Banks average Tier-1 capitalratio in 2012, up from 8.4% in 2006.
The past five years have seen some of the most troubling financial times that the world has experienced for nearly a century. Countries, and banks, across Europe have borne the brunt of these challenges, with several requiring bail outs and with many others experiencing double or even triple-dip recessions. The problems were caused in part by regulatory weakness, as a British House of Lords report (note 1) published in 2008 illustrates:
The consensus is that global macro-economic imbalances and financial innovation – which amplified the consequences of excessive credit and liquidity expansion – together with failures in regulation, supervision and corporate governance, combined to cause the financial crisis.
As a result, the banking industry faces game-changing regulations, based on a fundamental review of financial market risk and driven by an updated international consensus, covering both the scale/scope of banking businesses, and the related liability to national governments and political aspects (note 2) (figure 1).
Significantly increased expectations from both regulators and capital markets are appearing, even as banks struggle with a range of commercial challenges. As well as dampened market growth rates in developed markets and increasing macro-volatility, ongoing challenges include:
The banking industry is arriving on a new playing field and will continue to be less profitable than in the past
As the banking industry leaves behind this period of heavy financial and reputational loss (the UK trade organisation, the CBI has published a report that illustrates that graduates are less interested in taking jobs in banks note7), it is arriving on a new playing field. Bank stocks reflect a pan-industry repricing of banking business values, based on the recognition that the sector has become and, ceteris paribus, will continue to be less profitable than in the past.
A main driver for reduced profitability comes from the changing regulatory frameworks that cover the banking sector. Even as banks are forced into a period of introspection (as the challenges that caused the crisis are very hard to attribute to any particular area of governance), they find themselves under increasingly onerous restrictions.
Based around an altered economic–political consensus covering the role, scale and scope of banking businesses and associated state liability, both pan-European and national regulatory bodies are evolving, from hands-off rule-setters to more proactive monitors of good governance.
The resulting regulatory set-up builds in more stringent supervision and restraint of banking businesses, following newly accepted norms, such as:
Such stronger regulation significantly affects banks’ core business dynamics, as it drives lowered risk-taking abilities and the need to lever down – due to both increased equity and reduced risk/assets.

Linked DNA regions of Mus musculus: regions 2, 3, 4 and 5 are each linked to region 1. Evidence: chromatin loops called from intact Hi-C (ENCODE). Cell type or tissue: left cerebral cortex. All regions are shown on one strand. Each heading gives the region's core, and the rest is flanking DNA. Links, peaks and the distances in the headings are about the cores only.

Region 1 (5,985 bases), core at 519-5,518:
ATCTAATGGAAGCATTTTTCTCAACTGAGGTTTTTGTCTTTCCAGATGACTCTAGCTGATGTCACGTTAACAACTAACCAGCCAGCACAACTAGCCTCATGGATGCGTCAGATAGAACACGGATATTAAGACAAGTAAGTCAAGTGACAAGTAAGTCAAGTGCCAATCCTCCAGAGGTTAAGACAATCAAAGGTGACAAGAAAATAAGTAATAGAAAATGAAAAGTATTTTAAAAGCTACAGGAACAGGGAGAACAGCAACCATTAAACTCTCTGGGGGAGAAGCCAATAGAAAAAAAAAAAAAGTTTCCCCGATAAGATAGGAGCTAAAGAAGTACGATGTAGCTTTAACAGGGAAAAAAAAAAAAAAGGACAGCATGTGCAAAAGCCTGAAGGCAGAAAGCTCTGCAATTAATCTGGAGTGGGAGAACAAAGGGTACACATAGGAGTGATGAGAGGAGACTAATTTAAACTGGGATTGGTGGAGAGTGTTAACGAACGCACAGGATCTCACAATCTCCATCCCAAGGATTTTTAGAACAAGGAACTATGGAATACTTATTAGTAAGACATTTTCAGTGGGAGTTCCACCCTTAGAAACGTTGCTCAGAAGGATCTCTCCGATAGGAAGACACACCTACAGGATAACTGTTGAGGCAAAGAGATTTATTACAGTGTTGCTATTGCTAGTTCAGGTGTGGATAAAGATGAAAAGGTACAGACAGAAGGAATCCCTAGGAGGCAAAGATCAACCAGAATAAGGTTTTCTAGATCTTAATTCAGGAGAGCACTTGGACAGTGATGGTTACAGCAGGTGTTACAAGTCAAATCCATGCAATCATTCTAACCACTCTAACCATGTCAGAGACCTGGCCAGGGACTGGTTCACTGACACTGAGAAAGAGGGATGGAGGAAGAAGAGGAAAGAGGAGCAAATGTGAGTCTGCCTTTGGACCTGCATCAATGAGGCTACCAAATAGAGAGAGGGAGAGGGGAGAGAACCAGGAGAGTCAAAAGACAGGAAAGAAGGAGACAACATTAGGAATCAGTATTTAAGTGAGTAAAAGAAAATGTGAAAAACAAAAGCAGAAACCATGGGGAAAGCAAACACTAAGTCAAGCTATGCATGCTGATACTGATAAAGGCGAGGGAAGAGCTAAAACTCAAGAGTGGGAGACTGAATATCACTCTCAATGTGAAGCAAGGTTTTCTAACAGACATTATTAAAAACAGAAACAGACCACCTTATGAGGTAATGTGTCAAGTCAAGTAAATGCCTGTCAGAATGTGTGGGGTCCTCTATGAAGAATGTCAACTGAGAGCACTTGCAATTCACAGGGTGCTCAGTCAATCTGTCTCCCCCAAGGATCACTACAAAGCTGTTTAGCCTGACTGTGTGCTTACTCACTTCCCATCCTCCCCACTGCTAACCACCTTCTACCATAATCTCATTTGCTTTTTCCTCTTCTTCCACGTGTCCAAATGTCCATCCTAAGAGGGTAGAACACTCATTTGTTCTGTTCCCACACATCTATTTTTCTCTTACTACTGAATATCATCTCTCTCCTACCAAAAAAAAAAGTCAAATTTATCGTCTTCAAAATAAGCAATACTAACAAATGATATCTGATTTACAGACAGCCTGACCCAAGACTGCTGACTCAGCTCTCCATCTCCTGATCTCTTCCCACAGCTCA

The asset side of the balance sheet faces increased capital requirements to assure liquidity (including higher requirements on quality of equity), while refinancing challenges on the liability side require a root-and-branch review of refinancing patterns. At the same time, banks are not only looking to manage their own funds, but also to attract equity holders in this increasingly competitive, margin-constrained market.
As intra-sector liquidity transfer is reduced, the need to balance the structural congruency between assets and liabilities has a dampening effect on innovation, particularly around lending.
National regulatory bodies are evolving from hands-off rule-setters to more proactive monitors of good governance
The resulting, more conservative attitude to risk-taking and refinancing puts pressure on margins, characterised by:
Larger banks in particular suffer the consequences.
Stronger regulations significantly affect banks’ core business dynamics
Banks average Tier-1 capitalratio in 2012, up from 8.4% in 2006.
With regulations based on a maximum leverage ratio, capital charges for systemically important financial institutions (SIFIs) (note 8) and increased supervisory attention (particularly at an international level), banks have to reconsider their attitude to scalability and size. As a final consequence, increased governance not only adds to operational costs, particularly in the securities businesses, but it takes up valuable executive management time.
The overall impact on the sector – to weaken the ability of banks to act as intermediaries for monetary transmission – is causing a shake-up that is nowhere near finished. The extraordinary aid provided by national governments (bail outs) may have delayed the market adjustment process, but this is only temporary and it muddies the waters, making it hard for banks to set clear strategies and stick to them. We are seeing a number of consequences across Europe:
Meanwhile institutional investors, such as insurers or pension funds with trillions of euros in funds under management, are under increasing pressure to achieve returns for their clients, to whom they have long-term liabilities. Due to volatility, risk and regulatory considerations we see a strong focus on fixed-income products, such as sovereign bonds – investors are suffering from the effects of monetary policy on interest terms, which are at all-time lows in order to stimulate the credit cycle.